DUT Halo/Daughter Card System

DUT boards for the Trillium tester are usually single disks about one foot indiameter. The Device Under Test board system shown here consists of a ring orhalo-shaped motherboard and a disk- shaped daughter card. This system wasdeveloped for Trillium testers by ESH Inc., who designed and built the haloboard shown here. This system allowed for the package-specific portion of thetester board to be a small daughter card. 5 DUT daughter cards shown with 1 DUT halo board. Click to open popup window for expanded view. The signal related probe points of the tester touched, skidded a tinydistance across, and bonded to the bottom of the daughter card. The powersupplies were brought in through the halo card. A bracket fitted the daughtercard to the halo card mechanically, and also electrically, conducting thepower supplies through edge contacts. Please note: Terms used in the expanded photographs are defined in our Glossary.

The boards shown in the picture are very thick for mechanical rigidity (0.13"thick). The daughter cards are 5.58 inches in diameter. The halo board isessentially the same for every package tested, but with various jumper wireconfigurations depending on the power supplies used. The daughter cards arespecific to the package being tested, but are much smaller than the overallDUT board assembly. Five daughter cards can fit on a printed board panel,whereas only one foot-wide disk would fit on a panel. Thus, this systemgreatly reduced the cost of DUT boards for the chip manufacturer's testingfacility.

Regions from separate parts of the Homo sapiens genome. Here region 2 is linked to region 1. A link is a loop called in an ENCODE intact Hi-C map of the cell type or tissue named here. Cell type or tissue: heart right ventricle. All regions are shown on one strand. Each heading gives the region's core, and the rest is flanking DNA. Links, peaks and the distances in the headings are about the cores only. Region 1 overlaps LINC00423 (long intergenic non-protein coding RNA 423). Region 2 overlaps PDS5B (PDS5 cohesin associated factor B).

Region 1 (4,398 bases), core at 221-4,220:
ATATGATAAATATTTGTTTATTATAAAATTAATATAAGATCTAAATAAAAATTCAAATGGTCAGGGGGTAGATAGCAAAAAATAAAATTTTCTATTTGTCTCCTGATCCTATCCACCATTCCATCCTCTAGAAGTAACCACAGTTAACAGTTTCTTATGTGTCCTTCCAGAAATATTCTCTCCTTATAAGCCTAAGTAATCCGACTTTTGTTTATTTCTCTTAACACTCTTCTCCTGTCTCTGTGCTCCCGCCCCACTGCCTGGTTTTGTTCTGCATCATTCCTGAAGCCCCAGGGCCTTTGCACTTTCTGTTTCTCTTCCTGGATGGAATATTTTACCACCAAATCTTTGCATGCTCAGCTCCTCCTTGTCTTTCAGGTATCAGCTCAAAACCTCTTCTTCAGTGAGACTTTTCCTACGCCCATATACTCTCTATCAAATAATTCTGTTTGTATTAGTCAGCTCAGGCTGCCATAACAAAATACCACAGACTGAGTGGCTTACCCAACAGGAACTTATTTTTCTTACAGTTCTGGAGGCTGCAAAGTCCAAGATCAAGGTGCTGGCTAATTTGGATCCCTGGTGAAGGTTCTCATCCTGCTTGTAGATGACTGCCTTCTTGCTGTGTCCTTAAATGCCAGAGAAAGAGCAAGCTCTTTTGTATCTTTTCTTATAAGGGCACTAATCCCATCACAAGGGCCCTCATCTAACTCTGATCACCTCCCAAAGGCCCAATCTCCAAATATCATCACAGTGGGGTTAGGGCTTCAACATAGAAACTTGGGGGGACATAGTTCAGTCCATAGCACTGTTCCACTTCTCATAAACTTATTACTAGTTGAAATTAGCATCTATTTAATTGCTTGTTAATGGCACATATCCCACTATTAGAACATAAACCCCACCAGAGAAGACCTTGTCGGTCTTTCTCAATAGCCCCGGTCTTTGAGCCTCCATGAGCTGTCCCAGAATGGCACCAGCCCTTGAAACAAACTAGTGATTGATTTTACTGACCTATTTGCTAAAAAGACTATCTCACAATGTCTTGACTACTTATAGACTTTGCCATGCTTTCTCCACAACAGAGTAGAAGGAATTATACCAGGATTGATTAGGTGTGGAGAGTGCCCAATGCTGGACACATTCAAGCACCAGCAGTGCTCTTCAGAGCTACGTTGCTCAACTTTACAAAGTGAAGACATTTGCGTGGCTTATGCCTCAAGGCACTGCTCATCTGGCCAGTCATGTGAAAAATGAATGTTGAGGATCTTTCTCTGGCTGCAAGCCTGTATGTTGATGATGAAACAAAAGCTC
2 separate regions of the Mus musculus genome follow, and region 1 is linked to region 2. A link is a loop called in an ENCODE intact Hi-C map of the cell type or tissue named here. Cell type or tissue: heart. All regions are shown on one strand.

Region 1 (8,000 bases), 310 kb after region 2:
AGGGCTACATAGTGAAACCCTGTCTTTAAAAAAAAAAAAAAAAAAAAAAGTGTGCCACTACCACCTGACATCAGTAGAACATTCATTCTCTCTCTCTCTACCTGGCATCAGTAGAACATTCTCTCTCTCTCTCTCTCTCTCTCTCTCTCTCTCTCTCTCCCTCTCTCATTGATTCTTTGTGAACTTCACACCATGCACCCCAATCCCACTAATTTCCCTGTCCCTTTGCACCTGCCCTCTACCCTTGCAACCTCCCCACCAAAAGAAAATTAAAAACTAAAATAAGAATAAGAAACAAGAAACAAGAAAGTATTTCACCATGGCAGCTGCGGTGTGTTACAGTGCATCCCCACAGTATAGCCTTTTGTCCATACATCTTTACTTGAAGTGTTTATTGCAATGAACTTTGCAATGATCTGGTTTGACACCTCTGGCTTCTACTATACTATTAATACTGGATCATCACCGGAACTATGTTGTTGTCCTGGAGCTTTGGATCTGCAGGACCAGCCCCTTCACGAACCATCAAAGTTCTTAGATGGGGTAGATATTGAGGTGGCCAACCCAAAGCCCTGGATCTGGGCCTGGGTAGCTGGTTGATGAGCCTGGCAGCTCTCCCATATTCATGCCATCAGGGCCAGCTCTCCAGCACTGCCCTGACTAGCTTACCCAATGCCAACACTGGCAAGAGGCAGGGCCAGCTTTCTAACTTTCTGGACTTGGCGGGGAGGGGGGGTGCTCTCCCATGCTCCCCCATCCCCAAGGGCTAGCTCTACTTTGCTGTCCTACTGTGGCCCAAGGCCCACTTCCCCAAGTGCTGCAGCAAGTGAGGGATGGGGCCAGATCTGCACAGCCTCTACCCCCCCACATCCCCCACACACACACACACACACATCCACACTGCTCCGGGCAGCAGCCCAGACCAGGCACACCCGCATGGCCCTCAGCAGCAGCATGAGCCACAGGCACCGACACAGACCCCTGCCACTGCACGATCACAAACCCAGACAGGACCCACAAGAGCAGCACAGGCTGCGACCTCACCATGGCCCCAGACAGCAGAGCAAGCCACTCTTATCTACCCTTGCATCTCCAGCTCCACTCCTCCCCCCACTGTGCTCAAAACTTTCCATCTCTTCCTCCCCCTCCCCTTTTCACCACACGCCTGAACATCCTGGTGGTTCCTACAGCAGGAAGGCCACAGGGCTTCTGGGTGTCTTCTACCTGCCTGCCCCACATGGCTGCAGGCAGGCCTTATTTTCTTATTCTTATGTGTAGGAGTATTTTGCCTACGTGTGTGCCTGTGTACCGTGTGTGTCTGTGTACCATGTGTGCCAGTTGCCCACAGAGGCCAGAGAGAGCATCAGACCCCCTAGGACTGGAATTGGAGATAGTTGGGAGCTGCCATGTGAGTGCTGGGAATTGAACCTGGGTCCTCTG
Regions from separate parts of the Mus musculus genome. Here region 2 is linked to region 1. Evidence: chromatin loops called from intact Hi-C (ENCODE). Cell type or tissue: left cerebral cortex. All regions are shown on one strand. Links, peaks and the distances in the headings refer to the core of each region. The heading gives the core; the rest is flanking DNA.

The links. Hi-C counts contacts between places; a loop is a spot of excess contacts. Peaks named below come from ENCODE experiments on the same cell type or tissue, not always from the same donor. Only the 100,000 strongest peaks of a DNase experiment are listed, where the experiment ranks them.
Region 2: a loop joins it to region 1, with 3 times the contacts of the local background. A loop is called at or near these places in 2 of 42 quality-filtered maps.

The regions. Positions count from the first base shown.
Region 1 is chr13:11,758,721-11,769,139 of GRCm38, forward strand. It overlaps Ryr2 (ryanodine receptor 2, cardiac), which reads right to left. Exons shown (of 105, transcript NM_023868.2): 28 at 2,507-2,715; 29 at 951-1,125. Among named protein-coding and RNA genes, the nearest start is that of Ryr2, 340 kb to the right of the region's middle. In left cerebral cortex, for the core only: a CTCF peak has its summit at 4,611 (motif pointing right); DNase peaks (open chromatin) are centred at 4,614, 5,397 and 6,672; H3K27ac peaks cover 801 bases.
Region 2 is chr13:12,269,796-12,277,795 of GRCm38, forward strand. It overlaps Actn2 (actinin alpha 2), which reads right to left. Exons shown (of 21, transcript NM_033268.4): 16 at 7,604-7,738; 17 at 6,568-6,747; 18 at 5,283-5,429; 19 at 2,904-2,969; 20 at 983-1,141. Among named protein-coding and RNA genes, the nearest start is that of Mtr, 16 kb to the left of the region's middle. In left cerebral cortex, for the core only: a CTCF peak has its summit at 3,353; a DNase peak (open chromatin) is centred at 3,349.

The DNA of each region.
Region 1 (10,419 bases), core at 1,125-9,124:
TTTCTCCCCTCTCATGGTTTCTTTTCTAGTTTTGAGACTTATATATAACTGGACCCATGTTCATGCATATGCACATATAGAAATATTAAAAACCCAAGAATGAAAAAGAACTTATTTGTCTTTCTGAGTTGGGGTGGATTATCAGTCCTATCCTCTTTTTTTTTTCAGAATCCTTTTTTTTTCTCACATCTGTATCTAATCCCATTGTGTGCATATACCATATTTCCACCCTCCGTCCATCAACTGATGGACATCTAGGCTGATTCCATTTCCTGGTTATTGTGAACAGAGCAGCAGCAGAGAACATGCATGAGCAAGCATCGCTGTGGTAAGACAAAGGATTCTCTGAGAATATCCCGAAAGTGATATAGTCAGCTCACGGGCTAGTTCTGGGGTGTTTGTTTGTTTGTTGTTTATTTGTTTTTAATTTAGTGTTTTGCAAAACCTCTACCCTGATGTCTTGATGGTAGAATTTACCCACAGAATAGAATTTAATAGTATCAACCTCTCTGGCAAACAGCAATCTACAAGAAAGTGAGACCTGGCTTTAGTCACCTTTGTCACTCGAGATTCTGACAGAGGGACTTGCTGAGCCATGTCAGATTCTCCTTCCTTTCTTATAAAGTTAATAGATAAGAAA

DUT boards are designed for the controlled impedance of the tester being used.Trace corners are rounded to reduce noise. The bottom side of a DUT board, which contacts the test-head probes. Click to open popup window for expanded view.The surfaces that the test-head probe points connect to are bondable, just asare the bonding pads inside a chip carrier package. This is why themetallic surfaces of a DUT board are golden. The bondable surface is flashgold (also called electroless gold) over nickel.

Golden Gate Graphics designed over a dozen of these daughter cards, of whichthe chip manufacturer had hundreds built.

A major supplier of zero insertion-force (ZIF) sockets for large fine-pitchchip carriers is Yamaichi. Much of the time spent designing one of these DUTboards was in "building" the thru-hole socket footprint.

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